Good news. The Red Sox are back in first place.
Well, sort of. While I can't admit to understanding the calculated theories behind it (Al Catelli, my high school calculus teacher will attest to this) Baseball Prospectus' Adjusted Standings, which uses a number of formulas and factors to determine how many wins a team should have, has the Sox atop the American League East with a record of 63.2-42.8. See, math is fun.
Adjusted Standings take into consideration a team's total runs scored and allowed, strength of schedule, quality of the opponent's hitting and pitching, and uses the Pythagorean expectation to determine which squads, in a perfect world, should have had better luck or more misfortune. According to the standings, the Red Sox and Twins should be leading their respective AL divisions. And the Orioles still stink (even though they're eight games better, according to BP).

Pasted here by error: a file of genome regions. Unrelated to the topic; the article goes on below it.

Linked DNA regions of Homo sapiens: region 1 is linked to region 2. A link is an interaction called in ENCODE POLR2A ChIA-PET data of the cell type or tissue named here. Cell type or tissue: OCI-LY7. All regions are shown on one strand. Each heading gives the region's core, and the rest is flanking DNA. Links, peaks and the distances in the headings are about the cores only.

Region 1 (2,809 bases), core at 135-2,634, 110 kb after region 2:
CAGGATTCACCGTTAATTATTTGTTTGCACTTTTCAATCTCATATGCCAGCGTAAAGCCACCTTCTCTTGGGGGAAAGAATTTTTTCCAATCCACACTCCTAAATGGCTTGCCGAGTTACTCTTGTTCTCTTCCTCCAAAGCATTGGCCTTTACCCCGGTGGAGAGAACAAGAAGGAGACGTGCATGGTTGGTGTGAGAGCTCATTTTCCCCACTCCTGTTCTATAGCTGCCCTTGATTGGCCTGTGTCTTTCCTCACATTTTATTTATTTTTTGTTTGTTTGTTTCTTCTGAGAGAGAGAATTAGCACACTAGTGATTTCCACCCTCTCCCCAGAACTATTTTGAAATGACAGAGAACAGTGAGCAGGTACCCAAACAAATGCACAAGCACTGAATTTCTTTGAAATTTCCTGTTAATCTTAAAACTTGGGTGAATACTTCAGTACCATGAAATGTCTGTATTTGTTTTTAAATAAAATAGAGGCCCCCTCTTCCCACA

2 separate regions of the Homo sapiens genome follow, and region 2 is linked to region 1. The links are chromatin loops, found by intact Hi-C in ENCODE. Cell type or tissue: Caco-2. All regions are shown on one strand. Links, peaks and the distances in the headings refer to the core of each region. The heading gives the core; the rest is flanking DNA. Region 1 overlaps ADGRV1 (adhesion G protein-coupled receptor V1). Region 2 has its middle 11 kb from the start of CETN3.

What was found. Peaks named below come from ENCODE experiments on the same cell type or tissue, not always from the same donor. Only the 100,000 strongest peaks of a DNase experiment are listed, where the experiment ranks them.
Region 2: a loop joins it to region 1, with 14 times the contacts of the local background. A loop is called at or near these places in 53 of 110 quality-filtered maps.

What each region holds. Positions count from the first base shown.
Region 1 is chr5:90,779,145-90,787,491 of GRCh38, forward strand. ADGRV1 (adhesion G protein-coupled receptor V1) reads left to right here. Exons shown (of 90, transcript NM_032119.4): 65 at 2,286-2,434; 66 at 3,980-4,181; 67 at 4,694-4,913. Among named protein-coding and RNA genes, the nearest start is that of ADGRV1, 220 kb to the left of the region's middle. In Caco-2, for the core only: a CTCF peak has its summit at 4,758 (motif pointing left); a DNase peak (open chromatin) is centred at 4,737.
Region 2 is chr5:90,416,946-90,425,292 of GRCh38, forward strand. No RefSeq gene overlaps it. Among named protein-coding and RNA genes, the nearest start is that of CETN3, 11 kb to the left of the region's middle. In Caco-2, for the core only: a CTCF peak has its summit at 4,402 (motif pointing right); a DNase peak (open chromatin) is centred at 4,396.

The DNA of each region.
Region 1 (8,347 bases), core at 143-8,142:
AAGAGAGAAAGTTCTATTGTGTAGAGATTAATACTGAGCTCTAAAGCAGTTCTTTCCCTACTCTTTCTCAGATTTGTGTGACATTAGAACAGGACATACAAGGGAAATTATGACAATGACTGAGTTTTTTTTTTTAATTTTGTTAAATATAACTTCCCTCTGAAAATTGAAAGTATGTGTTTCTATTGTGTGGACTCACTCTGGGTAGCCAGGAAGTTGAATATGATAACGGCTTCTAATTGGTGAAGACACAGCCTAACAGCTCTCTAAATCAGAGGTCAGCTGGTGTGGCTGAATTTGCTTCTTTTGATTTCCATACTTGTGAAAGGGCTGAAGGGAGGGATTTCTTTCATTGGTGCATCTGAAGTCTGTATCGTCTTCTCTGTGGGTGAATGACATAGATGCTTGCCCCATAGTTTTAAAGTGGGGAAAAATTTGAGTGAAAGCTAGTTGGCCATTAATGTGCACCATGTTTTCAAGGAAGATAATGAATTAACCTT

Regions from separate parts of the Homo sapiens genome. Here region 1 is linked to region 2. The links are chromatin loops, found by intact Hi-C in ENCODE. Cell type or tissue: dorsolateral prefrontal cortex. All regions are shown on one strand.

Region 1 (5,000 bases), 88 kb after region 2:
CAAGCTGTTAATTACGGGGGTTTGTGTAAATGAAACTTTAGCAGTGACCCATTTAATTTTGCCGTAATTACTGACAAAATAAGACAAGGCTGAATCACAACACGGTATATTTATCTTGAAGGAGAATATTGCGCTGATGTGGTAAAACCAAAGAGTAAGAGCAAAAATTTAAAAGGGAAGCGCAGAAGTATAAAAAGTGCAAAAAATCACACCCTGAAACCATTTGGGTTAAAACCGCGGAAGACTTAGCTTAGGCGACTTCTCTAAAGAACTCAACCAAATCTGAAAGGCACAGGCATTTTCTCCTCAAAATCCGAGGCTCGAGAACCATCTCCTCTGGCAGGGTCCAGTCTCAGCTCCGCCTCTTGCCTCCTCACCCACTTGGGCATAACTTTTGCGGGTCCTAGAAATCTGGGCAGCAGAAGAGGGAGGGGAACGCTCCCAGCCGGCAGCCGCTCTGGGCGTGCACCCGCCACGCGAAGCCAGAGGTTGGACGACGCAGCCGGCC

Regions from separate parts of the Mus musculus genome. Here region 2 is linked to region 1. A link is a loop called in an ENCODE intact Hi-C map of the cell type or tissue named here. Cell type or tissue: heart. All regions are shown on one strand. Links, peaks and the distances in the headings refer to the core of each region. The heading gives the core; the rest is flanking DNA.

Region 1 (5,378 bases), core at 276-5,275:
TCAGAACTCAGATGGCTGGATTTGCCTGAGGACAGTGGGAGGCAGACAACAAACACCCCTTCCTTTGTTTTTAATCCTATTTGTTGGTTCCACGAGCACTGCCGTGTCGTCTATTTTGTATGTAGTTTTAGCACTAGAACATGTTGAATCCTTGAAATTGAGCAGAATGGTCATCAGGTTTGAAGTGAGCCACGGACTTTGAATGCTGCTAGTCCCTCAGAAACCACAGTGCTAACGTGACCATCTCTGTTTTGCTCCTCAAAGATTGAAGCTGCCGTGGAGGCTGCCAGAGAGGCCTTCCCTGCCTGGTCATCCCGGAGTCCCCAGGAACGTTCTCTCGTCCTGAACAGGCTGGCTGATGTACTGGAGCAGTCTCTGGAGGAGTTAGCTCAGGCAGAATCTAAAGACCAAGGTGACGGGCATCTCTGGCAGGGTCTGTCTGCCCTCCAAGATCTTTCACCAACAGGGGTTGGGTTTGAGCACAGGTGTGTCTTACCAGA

In the real world, meanwhile, the standings say that the Sox are 6 ½ in back of the Yankees and Rays for both the AL East title and the wild card. To win 100 games (because it increasingly looks like 95 won't be enough), Boston will need to go 40-16 the rest of the way, which includes 10 games against the Yankees and six against the Rays, not to mention seven against the first-place White Sox.
All the Pythagoras in the world won't help them there.